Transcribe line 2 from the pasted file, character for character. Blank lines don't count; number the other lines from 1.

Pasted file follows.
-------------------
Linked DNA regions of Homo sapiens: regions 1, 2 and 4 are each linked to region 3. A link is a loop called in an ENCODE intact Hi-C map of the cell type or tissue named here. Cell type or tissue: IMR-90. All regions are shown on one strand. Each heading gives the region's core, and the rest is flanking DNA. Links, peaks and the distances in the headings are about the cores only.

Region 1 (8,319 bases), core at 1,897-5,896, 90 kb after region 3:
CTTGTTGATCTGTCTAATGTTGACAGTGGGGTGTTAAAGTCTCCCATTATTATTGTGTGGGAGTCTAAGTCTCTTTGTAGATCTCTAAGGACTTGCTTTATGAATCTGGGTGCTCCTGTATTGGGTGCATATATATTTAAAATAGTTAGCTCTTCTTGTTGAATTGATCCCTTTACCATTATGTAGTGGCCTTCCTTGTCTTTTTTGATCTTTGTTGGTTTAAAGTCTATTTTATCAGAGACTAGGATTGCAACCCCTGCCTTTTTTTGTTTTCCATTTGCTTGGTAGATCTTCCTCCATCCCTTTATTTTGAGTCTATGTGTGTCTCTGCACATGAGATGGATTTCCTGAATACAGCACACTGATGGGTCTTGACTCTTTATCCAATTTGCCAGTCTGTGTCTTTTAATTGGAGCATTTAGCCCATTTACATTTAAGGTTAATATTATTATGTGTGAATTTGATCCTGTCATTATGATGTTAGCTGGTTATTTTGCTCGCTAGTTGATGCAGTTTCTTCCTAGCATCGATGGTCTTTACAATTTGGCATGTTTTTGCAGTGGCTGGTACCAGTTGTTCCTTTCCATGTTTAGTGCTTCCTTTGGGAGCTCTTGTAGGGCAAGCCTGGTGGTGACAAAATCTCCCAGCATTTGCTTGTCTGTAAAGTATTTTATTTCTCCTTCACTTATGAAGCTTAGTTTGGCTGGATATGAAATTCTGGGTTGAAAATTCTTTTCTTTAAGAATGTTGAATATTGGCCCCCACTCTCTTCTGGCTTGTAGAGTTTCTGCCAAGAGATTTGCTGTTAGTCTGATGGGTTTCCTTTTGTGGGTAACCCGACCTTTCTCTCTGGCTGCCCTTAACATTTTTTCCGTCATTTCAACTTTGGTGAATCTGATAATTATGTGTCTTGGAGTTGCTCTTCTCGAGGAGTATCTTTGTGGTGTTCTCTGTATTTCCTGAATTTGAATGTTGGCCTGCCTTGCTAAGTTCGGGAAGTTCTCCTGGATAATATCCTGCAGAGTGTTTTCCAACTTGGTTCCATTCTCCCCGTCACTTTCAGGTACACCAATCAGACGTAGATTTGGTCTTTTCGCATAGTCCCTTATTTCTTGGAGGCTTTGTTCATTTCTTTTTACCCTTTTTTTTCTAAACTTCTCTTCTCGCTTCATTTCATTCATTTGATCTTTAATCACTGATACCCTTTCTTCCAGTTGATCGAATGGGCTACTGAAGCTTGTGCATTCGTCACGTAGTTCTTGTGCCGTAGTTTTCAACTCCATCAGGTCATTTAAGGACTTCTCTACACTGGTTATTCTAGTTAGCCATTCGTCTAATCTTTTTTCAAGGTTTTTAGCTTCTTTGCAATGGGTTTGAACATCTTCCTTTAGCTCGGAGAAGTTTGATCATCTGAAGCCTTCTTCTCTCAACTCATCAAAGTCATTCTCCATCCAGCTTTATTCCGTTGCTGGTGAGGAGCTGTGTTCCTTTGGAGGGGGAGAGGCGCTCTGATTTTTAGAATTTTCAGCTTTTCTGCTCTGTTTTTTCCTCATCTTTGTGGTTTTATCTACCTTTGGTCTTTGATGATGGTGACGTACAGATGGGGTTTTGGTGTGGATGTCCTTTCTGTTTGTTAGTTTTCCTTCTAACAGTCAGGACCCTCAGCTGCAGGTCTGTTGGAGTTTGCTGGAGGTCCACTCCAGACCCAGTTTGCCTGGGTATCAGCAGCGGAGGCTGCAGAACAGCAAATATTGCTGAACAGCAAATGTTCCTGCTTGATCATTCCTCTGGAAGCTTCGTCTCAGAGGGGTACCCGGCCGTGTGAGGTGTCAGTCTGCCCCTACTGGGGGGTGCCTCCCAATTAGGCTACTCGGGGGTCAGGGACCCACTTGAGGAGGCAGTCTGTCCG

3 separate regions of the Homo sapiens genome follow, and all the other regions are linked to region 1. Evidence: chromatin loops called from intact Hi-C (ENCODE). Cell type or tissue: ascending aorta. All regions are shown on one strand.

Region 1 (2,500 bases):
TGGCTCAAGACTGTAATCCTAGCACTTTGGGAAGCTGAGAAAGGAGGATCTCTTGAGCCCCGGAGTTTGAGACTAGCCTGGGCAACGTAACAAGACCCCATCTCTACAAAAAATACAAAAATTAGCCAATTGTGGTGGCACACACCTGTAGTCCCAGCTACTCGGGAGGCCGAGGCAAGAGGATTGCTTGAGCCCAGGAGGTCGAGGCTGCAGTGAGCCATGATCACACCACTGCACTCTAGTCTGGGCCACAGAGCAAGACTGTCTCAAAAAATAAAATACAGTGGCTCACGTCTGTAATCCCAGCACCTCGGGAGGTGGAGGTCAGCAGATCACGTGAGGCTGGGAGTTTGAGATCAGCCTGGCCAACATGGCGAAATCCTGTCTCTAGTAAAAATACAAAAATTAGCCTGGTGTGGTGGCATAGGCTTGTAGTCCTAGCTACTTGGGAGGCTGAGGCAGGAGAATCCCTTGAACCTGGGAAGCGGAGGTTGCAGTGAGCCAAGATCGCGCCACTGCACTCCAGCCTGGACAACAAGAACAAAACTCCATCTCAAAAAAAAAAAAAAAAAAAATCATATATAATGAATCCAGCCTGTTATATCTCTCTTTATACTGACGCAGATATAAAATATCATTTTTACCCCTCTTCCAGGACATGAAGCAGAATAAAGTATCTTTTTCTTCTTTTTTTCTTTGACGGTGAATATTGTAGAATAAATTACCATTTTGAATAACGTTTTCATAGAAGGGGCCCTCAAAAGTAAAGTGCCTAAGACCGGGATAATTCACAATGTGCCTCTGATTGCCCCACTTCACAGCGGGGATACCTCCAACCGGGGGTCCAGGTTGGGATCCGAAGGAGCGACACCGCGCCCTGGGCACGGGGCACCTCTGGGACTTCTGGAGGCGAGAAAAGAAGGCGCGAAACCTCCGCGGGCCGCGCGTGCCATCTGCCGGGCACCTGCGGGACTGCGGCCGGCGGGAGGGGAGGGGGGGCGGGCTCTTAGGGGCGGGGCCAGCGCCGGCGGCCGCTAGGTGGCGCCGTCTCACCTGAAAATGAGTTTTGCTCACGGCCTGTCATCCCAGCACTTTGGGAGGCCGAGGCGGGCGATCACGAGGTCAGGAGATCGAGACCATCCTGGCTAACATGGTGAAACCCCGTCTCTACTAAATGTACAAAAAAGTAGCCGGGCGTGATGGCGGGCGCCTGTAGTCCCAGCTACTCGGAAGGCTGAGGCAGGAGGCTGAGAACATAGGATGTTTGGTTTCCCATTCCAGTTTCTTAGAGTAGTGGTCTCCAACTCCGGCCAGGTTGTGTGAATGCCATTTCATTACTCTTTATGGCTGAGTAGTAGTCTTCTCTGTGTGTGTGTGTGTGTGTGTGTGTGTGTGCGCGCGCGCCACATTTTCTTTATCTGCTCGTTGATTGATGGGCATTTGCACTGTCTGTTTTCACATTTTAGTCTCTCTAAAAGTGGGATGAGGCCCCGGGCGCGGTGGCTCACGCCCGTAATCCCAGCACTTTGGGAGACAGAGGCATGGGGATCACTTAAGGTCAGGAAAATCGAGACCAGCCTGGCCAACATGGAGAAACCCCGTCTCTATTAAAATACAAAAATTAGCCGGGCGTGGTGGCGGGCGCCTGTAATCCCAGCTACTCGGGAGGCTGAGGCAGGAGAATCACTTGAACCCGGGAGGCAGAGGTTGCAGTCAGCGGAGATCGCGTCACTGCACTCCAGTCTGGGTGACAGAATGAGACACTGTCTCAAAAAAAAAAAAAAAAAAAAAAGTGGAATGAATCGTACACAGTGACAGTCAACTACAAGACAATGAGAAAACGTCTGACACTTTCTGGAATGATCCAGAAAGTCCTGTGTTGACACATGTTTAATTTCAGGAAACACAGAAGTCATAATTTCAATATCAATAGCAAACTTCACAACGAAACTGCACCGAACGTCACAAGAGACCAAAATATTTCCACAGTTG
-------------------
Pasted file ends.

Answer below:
Region 1 (8,319 bases), core at 1,897-5,896, 90 kb after region 3: